Interdisciplinary research (IDR) has been the hallmark of my career. As a young undergraduate, I was trained in biology, earth science, and marine science—three fields that I was able to access at Penn State because of liberal requirements for a biology major. My training as a graduate student continued this approach. I had three major professors—a marine chemist, an algal physiologist, and a microbial biochemist—all of whom had a say in my work and its outcome. With a PhD in botany, I landed a postdoc at the Geophysical Laboratory of the Carnegie Institution of Washington where I pioneered a career in biogeochemistry, in particular stable isotope biogeochemistry.  My formal degrees were in life science (biology and botany), my lab was a chemistry lab, and my department supported earth science.
            My brain was wired at an early age to be curious about any number of scientific problems and ideas. Stable isotope geochemistry was a relatively new and rare topic when I first started working in this field in 1975, but it advanced rapidly in the next decade making inroads in nearly every major earth science department in the United States, Europe, Australia, Russia, and Japan. Not only were the mass spectrometers that we used more sensitive and robust, but the tools and methods for analyzing everything from gases to human tissues underwent a Renaissance as well. At the Carnegie, I worked alongside of Tom Hoering, George Cody, Andrew Steele, and Doug Rumble. Our joint laboratories boasted five to six mass specs at any one time that allowed us to probe meteorites and billion year old rocks at the same time as we measured amino acids in butterflies and human bones.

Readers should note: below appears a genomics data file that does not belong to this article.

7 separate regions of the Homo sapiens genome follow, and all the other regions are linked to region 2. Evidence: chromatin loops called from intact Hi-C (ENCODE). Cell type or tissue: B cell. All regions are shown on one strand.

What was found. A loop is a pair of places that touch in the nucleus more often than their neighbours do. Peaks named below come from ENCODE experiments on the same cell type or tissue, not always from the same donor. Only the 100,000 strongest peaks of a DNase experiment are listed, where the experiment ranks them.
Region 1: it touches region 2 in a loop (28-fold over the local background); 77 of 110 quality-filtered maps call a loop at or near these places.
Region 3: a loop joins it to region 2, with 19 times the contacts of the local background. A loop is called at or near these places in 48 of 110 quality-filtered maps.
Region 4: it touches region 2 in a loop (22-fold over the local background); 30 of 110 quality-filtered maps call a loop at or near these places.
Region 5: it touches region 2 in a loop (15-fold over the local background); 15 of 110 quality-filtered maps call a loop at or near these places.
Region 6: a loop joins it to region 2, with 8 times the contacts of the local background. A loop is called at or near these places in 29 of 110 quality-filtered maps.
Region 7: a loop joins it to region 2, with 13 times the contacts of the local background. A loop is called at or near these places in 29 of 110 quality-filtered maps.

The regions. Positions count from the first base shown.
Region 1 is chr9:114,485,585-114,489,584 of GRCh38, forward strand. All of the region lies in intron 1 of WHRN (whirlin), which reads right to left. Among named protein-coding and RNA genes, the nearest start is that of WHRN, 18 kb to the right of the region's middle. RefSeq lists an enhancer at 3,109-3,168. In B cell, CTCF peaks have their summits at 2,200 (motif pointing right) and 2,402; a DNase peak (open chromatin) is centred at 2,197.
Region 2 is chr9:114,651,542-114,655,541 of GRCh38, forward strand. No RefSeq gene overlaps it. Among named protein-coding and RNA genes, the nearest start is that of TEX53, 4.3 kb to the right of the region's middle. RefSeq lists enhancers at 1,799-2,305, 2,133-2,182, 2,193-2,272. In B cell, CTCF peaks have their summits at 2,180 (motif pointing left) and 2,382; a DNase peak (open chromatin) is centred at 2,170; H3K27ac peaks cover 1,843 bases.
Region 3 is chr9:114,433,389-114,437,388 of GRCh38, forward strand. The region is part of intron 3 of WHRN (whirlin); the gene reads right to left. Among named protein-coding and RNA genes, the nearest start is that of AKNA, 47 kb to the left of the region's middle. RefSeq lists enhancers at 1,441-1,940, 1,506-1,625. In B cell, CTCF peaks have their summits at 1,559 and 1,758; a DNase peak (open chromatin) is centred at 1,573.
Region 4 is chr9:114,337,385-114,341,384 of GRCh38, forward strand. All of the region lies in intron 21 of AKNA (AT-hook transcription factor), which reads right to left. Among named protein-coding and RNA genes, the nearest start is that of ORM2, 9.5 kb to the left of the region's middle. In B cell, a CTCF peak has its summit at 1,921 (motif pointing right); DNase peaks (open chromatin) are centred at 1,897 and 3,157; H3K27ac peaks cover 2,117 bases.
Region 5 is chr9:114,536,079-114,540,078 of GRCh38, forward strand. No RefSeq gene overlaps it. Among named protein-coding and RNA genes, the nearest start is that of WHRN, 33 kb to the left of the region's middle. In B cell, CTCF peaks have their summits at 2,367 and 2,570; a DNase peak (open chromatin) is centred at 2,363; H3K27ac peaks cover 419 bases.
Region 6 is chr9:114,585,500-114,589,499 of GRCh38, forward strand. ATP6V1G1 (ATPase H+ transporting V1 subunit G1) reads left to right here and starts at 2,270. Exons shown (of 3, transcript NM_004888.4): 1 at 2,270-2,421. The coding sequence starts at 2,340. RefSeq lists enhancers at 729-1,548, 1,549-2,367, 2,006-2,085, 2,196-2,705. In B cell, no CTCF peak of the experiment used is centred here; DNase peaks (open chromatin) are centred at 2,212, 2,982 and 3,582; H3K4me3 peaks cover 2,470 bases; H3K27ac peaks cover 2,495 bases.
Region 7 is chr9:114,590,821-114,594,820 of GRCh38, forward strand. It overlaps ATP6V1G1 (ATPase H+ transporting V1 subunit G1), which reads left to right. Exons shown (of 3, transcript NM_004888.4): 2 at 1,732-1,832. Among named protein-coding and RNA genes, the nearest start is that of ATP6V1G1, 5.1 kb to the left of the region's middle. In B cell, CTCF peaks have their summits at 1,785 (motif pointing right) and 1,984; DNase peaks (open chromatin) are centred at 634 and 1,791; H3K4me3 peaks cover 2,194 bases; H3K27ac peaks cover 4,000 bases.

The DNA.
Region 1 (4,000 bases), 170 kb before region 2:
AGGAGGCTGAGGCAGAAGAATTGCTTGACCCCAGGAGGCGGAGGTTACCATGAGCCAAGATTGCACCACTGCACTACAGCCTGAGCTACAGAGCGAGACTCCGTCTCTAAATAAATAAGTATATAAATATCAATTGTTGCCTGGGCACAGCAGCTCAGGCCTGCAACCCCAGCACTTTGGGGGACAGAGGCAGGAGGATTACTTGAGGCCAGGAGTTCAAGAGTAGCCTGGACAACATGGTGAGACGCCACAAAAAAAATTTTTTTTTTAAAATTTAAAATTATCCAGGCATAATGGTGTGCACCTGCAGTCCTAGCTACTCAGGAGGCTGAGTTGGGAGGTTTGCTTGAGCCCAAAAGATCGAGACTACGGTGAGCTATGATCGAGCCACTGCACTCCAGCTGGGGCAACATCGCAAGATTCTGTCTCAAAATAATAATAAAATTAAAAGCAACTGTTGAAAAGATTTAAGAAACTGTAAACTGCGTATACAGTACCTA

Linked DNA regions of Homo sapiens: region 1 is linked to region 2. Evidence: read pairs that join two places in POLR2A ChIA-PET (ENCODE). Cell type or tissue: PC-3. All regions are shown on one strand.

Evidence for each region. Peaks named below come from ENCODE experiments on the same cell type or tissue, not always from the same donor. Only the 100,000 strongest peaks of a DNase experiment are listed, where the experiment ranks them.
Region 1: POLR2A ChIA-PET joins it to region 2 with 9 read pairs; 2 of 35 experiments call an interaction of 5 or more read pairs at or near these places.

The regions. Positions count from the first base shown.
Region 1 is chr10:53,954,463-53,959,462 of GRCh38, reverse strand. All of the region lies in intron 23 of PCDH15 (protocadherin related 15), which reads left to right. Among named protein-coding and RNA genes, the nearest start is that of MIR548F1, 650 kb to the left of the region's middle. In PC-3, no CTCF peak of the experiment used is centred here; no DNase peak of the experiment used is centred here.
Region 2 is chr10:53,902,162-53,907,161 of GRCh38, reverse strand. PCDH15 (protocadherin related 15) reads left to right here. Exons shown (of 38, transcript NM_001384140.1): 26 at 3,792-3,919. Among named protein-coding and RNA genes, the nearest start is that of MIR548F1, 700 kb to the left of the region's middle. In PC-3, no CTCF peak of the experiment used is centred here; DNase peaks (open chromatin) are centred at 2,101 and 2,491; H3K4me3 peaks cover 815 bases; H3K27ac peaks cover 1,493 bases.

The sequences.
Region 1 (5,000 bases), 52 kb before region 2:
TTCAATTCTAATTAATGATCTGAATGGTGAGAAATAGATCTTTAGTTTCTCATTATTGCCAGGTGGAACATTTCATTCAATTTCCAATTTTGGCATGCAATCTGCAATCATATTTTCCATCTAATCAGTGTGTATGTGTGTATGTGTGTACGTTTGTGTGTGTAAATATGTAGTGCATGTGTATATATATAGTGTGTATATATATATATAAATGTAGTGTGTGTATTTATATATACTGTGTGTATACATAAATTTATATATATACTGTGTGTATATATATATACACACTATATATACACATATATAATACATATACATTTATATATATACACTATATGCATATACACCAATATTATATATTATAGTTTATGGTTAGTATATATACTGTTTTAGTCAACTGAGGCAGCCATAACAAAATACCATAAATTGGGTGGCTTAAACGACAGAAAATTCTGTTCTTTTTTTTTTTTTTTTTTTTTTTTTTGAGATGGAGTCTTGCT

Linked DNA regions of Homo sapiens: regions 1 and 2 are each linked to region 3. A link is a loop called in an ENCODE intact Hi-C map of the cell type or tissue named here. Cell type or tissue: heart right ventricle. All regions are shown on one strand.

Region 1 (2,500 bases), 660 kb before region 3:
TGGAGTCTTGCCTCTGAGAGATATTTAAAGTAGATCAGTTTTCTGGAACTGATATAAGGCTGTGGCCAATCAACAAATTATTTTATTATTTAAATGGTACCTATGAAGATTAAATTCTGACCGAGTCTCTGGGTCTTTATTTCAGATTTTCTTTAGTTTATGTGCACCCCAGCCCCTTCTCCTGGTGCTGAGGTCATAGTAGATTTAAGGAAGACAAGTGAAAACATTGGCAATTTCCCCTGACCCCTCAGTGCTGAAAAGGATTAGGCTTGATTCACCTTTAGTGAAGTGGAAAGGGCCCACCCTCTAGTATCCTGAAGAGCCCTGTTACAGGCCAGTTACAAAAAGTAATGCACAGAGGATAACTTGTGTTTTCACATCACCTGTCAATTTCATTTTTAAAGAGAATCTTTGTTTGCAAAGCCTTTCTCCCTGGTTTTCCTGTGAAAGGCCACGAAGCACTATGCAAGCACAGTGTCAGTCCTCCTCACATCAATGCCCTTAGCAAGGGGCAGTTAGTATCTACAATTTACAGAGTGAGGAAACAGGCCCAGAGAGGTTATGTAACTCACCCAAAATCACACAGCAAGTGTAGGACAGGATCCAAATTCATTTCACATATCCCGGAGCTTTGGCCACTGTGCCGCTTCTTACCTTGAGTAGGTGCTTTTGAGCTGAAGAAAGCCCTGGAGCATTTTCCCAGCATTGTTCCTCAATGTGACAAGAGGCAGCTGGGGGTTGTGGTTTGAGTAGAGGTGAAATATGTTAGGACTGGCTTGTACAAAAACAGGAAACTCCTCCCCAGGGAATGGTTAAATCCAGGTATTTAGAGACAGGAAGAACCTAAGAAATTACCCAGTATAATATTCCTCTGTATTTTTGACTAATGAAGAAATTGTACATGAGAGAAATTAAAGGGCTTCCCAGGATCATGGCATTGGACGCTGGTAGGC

Seth Newsome, Geophysical Lab mass spec room; Pig Hat for fun

            In my memoir and blog, I’ve highlighted many of the IDR projects I was engaged in—biogeochemistry in its broadest sense, astrobiology (e.g. AMASE), biocomplexity (mangrove studies in Belize), and human dimensions of global change (i.e. paleoclimate studies of Australia). I was able to fully engage in these IDR projects because Carnegie, then, did not create silos for its senior scientists. I spent fruitful sabbaticals at Carnegie’s Department of Plant Biology, the Conservation and Analytical Lab at Museum Support Center of the Smithsonian Institution, Dartmouth College, and the University of Maryland. I learned new techniques and took the time to start new projects and work face to face with new people.